CHEN CHENG MEI (1927-2020)
signed with artist’s alternative name and dated ‘Tan Seah Boey 62’ (lower left)
oil on canvas
76 x 50 cm. (29 7/8 x 19 5/8 in.)
Painted in 1962
Acquired directly from the artist by the present owner
Private Collection, Asia
Landmark Books, Odyssey: Oil Works Chen Cheng Mei, Singapore, 2008 (illustrated, colourplate 56).

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Lot Essay

Christie's is proud to present for the first time a group of works by Chen Cheng Mei, also known as Tan Seah Boey. She was an artist with an inimitable style that has come to define a period from the Nanyang style of painting that emerged out of the Southeast Asian region. She is fondly remembered as the woman behind the Ten Men Art Group – a loose collective of Singapore artists who journeyed across Asia in the 1960s and 70s, capturing the distinct cultures, while simultaneously exploring affinities shared across diverse cultures and geographies, led initially by Chen and later by another contemporary, Yeh Chi Wei.

Early in her career, Chen became highly influenced by her senior tutor at Nanyang Academy of Fine Arts, Cheong Soo Pieng, who as a pioneer in the Nanyang style of painting, had himself undertaken a seminal trip to Bali in 1952 with his contemporaries. Having been a western painting major, Chen was enthralled by the lack of predisposition that Cheong had to a particular style, punctuated with his unique sense of innovation. These interactions with him were formative in developing Chen's impulse-driven, emotionally charged works, full of charisma.

In 1960, possibly influenced by Cheong, and spurred by a desire to search for new and exciting subjects to inspire her, Chen looked toward the nearby peninsula of Malaysia as an artistic destination. She took leave from her job at a bank, and embarked on an excursion in a Ford Zephyr together with three others, including artists Lim Tze Peng and Choo Keng Kwang. The works that Chen and these artists had produced on this trip fascinated other Singaporean artists, sparking the trip that began the Ten Men Art Group's first sojourn in a series of jaunts to Cambodia, Indonesia, Thailand, Borneo, and beyond, often returning to Singapore to exhibit the fruits of their travels. Chen's role in the Ten Men Art Group has often been marginalized in comparison to her compatriots, partly due to her reluctance to exhibit during much of her career. However, her works display no less eloquence and artistic innovation, her paintings reflecting her intrepid spirit and desire to use her art to find her place in the world; for her, they are attempts to "reveal the myriad colors and lives in those countries visited."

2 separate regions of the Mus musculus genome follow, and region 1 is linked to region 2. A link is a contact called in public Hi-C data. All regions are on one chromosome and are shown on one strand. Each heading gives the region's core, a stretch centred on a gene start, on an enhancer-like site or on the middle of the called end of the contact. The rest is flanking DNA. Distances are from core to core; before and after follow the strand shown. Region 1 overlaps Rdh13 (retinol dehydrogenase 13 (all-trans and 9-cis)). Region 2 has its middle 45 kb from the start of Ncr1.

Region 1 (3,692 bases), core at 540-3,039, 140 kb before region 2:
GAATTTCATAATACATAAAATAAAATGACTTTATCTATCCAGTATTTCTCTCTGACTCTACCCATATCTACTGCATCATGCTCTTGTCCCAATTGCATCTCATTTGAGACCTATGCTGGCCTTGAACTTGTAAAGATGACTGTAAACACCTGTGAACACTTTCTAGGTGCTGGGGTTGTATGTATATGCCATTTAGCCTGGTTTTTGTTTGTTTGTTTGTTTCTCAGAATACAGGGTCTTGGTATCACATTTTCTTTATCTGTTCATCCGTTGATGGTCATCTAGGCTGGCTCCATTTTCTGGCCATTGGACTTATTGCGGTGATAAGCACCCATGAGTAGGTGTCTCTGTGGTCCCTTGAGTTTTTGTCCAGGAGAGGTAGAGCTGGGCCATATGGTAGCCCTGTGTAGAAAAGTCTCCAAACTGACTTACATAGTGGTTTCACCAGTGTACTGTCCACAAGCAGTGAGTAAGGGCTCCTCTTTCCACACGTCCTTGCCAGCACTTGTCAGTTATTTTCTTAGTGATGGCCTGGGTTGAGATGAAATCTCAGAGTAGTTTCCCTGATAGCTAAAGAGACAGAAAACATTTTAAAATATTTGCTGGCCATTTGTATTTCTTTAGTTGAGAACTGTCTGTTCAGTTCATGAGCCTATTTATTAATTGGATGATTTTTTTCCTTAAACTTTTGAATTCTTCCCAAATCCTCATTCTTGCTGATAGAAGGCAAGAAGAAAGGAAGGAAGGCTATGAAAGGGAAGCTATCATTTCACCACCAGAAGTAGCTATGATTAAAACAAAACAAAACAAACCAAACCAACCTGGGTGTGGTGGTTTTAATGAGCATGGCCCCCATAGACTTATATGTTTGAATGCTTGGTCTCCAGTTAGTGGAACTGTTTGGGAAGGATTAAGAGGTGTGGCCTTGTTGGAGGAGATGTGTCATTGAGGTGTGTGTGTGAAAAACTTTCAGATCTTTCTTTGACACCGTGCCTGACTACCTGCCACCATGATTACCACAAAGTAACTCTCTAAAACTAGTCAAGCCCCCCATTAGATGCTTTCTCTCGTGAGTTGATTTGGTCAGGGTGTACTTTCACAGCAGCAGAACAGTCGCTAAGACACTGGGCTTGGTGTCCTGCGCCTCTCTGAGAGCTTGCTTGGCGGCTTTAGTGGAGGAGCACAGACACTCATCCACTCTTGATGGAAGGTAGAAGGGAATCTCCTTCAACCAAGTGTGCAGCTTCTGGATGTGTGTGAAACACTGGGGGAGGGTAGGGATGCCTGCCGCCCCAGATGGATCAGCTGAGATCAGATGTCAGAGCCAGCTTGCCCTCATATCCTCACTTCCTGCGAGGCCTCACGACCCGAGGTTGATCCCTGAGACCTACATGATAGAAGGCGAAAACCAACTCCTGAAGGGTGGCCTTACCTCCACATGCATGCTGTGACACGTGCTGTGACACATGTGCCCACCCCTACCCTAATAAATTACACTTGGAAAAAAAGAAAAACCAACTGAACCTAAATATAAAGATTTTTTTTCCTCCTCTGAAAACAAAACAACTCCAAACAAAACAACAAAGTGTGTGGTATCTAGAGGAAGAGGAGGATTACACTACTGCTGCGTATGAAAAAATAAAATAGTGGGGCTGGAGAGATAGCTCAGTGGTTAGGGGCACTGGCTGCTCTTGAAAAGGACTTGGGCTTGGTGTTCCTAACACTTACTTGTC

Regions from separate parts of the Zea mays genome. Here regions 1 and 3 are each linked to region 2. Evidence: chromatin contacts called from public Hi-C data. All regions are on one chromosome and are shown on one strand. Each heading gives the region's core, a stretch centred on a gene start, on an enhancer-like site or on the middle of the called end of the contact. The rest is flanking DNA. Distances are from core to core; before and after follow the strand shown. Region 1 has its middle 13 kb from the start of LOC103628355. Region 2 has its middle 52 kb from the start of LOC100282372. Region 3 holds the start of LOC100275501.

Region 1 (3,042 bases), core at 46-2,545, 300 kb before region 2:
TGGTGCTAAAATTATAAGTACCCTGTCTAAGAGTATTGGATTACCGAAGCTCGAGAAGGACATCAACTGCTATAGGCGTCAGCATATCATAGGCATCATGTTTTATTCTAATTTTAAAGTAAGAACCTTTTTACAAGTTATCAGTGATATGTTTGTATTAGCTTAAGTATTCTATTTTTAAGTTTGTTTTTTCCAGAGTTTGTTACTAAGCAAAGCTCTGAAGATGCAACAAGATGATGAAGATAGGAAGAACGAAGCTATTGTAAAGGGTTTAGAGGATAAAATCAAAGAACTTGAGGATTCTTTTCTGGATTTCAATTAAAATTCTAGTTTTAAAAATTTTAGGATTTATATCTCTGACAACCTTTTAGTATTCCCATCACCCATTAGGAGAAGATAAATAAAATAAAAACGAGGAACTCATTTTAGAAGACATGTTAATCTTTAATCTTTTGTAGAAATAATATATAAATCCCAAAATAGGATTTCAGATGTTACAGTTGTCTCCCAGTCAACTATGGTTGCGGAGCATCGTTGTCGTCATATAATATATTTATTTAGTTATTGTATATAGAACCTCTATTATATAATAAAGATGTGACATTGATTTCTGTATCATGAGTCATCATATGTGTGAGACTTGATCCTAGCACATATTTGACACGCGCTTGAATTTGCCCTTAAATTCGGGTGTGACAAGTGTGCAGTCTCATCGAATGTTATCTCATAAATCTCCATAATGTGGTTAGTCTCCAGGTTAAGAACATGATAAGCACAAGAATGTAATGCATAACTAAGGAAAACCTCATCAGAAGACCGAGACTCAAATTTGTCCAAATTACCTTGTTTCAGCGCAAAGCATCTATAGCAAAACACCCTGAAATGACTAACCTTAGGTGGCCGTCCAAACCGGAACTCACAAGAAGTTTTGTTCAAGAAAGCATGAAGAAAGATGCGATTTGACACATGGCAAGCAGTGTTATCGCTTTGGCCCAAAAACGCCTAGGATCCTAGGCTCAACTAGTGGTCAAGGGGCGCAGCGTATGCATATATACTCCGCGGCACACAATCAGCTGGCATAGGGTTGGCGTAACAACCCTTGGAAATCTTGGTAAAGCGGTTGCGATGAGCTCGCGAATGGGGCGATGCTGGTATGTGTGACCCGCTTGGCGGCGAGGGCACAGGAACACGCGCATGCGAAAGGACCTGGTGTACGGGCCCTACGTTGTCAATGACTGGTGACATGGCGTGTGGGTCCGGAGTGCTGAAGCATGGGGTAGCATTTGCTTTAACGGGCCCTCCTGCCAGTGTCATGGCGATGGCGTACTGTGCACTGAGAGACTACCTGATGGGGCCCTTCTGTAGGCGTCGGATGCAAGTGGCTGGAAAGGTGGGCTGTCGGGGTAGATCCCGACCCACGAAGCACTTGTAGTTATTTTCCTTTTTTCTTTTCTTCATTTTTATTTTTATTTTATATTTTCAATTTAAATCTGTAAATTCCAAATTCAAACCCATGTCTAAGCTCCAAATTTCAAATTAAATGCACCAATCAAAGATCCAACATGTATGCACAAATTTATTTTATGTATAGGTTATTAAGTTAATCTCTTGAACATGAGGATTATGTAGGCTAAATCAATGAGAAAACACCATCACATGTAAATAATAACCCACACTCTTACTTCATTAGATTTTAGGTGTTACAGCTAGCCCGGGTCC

The three works presented this season, visually trek through her artistic development. The journey starts with Bali (1962) which was painted on a trip that followed closely from the historical 1961 expedition. Already present in this early work is her whimsical approach to colour, especially in the foliage of the trees; dabs of ochres and vermilions interlocked with shades of viridian. Works of this period were still rather experimental, and she often incorporated unconventional materials such as latex in her work. Chen's works beginning in the late 1960s display a more graphic quality, and characterized by the juxtaposition of not-quite-complementary tones, which we see at play in the foreground of Vietnam (1974). Such stylistic choices were influenced by her studies of etching and lithography at Atelier 17 with Stanley William Hayter in Paris. In a later work, Singapore River (1985), we see a more mature and confident Chen emerge, manifested in the strong delineation of lines and large blocks of bold colours with slight tonal variations accenting the planes of colour. The result is slightly nostalgic, but of an incredibly modern and experimental sensibility for her time.

Chen's sense of adventure and joie de vivre manifested in these panoramas of exotic images that represent the rich cultural diversity and history that defines the continent, revealed through her astute use of lines and colours. Throughout her life, Chen had sought to capture the visual beauty and complexity of Asia, each painting as a portal into another space and time, beyond the physical.

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